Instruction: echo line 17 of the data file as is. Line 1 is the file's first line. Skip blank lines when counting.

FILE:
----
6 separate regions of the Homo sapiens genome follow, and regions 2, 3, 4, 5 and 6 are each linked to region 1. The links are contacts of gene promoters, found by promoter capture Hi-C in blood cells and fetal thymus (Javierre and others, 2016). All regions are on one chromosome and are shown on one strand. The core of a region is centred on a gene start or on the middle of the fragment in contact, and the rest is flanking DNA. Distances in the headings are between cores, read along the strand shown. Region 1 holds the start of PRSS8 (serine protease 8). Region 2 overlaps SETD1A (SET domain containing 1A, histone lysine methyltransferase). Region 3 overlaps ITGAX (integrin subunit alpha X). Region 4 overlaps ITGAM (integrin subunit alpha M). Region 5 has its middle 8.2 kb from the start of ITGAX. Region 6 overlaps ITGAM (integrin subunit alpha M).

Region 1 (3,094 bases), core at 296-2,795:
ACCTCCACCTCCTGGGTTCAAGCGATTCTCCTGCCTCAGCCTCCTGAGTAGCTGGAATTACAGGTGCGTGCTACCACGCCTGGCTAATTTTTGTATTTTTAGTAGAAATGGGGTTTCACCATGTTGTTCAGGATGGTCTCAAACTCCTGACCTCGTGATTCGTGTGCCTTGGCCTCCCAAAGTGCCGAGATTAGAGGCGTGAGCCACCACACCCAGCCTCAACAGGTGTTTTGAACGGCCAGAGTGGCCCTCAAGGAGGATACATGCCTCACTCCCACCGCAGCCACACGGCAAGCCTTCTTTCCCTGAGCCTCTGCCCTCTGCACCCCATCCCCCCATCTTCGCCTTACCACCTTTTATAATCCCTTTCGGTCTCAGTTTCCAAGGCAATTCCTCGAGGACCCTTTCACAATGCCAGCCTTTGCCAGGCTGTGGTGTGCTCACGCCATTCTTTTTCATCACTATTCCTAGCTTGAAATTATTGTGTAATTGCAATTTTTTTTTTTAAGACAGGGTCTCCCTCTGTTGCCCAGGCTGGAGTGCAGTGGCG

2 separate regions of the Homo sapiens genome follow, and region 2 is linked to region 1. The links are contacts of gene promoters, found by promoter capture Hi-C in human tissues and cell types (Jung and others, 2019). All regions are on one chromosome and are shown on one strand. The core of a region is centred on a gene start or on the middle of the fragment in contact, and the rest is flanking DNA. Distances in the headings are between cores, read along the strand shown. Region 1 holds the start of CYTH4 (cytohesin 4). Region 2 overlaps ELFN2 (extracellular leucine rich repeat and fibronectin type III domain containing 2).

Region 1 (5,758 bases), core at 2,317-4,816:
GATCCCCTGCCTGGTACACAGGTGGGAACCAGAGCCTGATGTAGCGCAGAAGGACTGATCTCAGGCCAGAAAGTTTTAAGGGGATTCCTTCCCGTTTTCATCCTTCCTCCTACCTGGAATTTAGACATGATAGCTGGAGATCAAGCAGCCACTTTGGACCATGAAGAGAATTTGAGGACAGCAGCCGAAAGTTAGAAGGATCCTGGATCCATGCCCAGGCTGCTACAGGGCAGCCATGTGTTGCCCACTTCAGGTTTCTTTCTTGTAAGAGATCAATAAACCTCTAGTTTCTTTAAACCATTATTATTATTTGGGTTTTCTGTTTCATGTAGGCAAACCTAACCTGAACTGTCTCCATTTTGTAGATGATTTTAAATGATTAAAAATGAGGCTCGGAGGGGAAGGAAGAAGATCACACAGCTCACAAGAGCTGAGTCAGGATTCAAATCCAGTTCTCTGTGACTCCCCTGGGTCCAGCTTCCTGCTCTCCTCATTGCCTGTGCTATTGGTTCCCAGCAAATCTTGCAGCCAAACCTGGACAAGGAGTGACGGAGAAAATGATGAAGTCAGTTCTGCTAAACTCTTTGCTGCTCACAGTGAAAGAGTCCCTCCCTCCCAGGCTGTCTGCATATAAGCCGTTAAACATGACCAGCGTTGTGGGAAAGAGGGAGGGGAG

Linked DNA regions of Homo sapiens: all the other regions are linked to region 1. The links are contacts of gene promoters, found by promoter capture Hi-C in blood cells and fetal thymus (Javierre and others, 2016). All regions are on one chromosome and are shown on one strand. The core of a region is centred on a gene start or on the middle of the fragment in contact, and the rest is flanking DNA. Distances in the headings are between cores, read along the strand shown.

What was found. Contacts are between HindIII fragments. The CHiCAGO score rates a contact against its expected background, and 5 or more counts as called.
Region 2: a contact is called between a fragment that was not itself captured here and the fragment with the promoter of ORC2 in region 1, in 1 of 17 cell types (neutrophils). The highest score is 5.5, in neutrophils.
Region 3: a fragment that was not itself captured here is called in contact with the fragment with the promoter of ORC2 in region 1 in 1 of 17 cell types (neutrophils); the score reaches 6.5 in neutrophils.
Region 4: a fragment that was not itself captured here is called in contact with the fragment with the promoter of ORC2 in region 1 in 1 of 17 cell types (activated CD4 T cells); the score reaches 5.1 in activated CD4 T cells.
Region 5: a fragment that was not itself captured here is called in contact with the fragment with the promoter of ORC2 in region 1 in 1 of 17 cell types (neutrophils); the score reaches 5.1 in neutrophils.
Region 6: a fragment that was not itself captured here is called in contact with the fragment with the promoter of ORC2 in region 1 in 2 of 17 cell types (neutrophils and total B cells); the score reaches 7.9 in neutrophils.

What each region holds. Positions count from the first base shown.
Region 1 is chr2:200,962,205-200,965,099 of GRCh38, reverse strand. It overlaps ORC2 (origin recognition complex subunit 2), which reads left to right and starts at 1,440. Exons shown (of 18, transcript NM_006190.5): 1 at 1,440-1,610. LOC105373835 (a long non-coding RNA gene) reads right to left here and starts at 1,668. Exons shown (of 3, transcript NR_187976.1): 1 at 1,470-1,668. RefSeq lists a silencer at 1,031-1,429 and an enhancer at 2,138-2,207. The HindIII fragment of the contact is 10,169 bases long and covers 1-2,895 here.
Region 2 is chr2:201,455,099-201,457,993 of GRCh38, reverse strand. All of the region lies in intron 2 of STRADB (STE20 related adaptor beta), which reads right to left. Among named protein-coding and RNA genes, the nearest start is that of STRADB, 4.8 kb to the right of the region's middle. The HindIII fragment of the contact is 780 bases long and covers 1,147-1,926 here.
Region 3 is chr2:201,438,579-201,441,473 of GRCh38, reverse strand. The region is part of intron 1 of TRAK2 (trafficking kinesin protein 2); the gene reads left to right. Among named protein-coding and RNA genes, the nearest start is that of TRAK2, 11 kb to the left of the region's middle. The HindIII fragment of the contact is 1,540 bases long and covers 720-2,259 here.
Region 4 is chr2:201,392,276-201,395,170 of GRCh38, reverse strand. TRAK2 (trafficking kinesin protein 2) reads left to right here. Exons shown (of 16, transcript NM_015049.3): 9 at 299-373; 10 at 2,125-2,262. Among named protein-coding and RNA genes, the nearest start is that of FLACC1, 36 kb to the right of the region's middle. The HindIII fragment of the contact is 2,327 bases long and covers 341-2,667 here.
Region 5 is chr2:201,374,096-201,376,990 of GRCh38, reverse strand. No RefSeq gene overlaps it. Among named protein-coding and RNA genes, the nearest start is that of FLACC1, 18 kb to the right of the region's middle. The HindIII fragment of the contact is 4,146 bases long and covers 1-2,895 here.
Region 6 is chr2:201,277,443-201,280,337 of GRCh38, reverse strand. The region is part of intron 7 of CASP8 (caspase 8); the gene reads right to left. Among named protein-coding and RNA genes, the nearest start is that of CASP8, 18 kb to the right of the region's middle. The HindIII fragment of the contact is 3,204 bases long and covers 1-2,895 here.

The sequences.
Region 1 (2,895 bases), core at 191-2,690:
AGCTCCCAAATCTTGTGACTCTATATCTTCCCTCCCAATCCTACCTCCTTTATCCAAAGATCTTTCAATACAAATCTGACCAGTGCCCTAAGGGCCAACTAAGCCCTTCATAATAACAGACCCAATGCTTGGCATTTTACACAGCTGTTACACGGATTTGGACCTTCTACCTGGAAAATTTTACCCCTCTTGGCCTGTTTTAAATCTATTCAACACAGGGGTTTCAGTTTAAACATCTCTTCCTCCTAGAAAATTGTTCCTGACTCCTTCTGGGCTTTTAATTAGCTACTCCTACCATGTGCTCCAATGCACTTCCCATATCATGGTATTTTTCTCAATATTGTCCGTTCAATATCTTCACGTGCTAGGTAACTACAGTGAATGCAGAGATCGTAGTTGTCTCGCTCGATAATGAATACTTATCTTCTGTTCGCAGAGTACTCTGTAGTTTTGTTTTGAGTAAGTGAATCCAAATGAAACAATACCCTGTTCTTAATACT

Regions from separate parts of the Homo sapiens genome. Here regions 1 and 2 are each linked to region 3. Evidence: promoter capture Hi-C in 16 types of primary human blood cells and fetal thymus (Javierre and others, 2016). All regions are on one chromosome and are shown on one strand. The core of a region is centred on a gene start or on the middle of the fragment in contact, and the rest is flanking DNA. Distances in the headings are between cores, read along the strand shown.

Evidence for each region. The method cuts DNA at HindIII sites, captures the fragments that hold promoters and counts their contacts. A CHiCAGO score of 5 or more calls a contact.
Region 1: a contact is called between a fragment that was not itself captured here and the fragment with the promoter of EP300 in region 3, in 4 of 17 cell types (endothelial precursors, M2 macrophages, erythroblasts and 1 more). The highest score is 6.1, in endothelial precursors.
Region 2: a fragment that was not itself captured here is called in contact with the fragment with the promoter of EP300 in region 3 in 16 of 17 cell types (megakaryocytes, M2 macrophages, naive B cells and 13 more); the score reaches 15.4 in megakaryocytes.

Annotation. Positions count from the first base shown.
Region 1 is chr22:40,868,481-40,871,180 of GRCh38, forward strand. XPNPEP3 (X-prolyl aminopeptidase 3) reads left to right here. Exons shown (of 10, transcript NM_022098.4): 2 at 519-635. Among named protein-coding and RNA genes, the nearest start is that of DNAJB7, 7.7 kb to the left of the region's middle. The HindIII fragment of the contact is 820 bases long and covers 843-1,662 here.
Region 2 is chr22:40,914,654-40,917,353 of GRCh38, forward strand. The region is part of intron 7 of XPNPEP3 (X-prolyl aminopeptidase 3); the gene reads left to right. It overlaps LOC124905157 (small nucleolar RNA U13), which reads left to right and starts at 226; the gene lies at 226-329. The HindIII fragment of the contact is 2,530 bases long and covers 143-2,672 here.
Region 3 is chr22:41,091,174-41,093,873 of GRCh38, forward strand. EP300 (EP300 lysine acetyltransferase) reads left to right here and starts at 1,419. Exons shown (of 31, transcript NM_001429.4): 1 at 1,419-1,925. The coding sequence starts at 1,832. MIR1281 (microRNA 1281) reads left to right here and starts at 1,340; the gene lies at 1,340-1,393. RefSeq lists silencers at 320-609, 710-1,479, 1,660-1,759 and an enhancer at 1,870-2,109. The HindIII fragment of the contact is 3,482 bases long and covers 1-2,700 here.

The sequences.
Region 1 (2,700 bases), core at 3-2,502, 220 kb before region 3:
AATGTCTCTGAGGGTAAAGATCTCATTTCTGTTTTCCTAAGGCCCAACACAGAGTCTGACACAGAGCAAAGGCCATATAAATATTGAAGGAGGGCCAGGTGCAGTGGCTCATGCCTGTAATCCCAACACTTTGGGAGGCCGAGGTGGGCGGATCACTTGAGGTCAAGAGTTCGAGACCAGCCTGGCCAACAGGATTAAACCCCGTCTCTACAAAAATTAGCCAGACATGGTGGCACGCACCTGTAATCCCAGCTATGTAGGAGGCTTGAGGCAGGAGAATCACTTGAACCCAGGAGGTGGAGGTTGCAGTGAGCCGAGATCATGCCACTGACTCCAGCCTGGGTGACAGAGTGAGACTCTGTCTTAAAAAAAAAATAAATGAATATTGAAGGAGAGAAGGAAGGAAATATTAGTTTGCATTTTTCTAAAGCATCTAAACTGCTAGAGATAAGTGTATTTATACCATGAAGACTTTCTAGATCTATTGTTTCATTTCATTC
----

Region 3 is chr2:201,438,579-201,441,473 of GRCh38, reverse strand. The region is part of intron 1 of TRAK2 (trafficking kinesin protein 2); the gene reads left to right. Among named protein-coding and RNA genes, the nearest start is that of TRAK2, 11 kb to the left of the region's middle. The HindIII fragment of the contact is 1,540 bases long and covers 720-2,259 here.